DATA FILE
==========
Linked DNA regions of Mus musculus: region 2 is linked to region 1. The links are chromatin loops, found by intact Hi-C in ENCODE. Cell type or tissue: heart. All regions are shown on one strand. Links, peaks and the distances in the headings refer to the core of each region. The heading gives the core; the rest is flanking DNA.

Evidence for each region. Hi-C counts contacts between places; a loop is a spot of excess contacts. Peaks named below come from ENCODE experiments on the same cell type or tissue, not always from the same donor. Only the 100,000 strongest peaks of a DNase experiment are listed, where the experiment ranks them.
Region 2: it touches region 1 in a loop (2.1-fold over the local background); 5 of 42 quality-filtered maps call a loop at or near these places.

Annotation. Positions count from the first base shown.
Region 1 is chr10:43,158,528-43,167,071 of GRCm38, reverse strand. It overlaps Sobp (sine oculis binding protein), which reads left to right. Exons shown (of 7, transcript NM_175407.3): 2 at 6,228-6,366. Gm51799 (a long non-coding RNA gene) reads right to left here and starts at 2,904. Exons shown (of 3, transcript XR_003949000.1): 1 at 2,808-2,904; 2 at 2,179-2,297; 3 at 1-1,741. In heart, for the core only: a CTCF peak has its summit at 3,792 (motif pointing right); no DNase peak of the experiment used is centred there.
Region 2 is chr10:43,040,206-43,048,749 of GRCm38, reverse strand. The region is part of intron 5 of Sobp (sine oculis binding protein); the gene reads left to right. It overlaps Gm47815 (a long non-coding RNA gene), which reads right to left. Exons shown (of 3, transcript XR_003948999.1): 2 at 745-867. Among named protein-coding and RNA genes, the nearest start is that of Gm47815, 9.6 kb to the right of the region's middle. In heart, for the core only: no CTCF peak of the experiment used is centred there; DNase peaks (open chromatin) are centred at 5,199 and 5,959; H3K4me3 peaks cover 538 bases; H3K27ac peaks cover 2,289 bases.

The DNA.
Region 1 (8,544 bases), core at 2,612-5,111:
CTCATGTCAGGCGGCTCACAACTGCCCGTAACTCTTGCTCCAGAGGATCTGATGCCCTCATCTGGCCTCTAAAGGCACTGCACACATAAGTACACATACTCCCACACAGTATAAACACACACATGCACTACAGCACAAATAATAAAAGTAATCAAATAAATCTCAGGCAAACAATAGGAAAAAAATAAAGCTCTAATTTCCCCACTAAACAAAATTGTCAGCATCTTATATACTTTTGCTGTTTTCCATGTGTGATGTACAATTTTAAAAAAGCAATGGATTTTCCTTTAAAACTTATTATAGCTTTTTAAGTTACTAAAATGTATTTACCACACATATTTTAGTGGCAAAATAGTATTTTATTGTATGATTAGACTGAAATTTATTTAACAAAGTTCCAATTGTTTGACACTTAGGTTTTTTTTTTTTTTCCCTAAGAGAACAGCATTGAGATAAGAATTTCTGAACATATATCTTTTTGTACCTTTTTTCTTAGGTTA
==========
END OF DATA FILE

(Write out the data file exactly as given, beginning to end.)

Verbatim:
Linked DNA regions of Mus musculus: region 2 is linked to region 1. The links are chromatin loops, found by intact Hi-C in ENCODE. Cell type or tissue: heart. All regions are shown on one strand. Links, peaks and the distances in the headings refer to the core of each region. The heading gives the core; the rest is flanking DNA.

Evidence for each region. Hi-C counts contacts between places; a loop is a spot of excess contacts. Peaks named below come from ENCODE experiments on the same cell type or tissue, not always from the same donor. Only the 100,000 strongest peaks of a DNase experiment are listed, where the experiment ranks them.
Region 2: it touches region 1 in a loop (2.1-fold over the local background); 5 of 42 quality-filtered maps call a loop at or near these places.

Annotation. Positions count from the first base shown.
Region 1 is chr10:43,158,528-43,167,071 of GRCm38, reverse strand. It overlaps Sobp (sine oculis binding protein), which reads left to right. Exons shown (of 7, transcript NM_175407.3): 2 at 6,228-6,366. Gm51799 (a long non-coding RNA gene) reads right to left here and starts at 2,904. Exons shown (of 3, transcript XR_003949000.1): 1 at 2,808-2,904; 2 at 2,179-2,297; 3 at 1-1,741. In heart, for the core only: a CTCF peak has its summit at 3,792 (motif pointing right); no DNase peak of the experiment used is centred there.
Region 2 is chr10:43,040,206-43,048,749 of GRCm38, reverse strand. The region is part of intron 5 of Sobp (sine oculis binding protein); the gene reads left to right. It overlaps Gm47815 (a long non-coding RNA gene), which reads right to left. Exons shown (of 3, transcript XR_003948999.1): 2 at 745-867. Among named protein-coding and RNA genes, the nearest start is that of Gm47815, 9.6 kb to the right of the region's middle. In heart, for the core only: no CTCF peak of the experiment used is centred there; DNase peaks (open chromatin) are centred at 5,199 and 5,959; H3K4me3 peaks cover 538 bases; H3K27ac peaks cover 2,289 bases.

The DNA.
Region 1 (8,544 bases), core at 2,612-5,111:
CTCATGTCAGGCGGCTCACAACTGCCCGTAACTCTTGCTCCAGAGGATCTGATGCCCTCATCTGGCCTCTAAAGGCACTGCACACATAAGTACACATACTCCCACACAGTATAAACACACACATGCACTACAGCACAAATAATAAAAGTAATCAAATAAATCTCAGGCAAACAATAGGAAAAAAATAAAGCTCTAATTTCCCCACTAAACAAAATTGTCAGCATCTTATATACTTTTGCTGTTTTCCATGTGTGATGTACAATTTTAAAAAAGCAATGGATTTTCCTTTAAAACTTATTATAGCTTTTTAAGTTACTAAAATGTATTTACCACACATATTTTAGTGGCAAAATAGTATTTTATTGTATGATTAGACTGAAATTTATTTAACAAAGTTCCAATTGTTTGACACTTAGGTTTTTTTTTTTTTTCCCTAAGAGAACAGCATTGAGATAAGAATTTCTGAACATATATCTTTTTGTACCTTTTTTCTTAGGTTA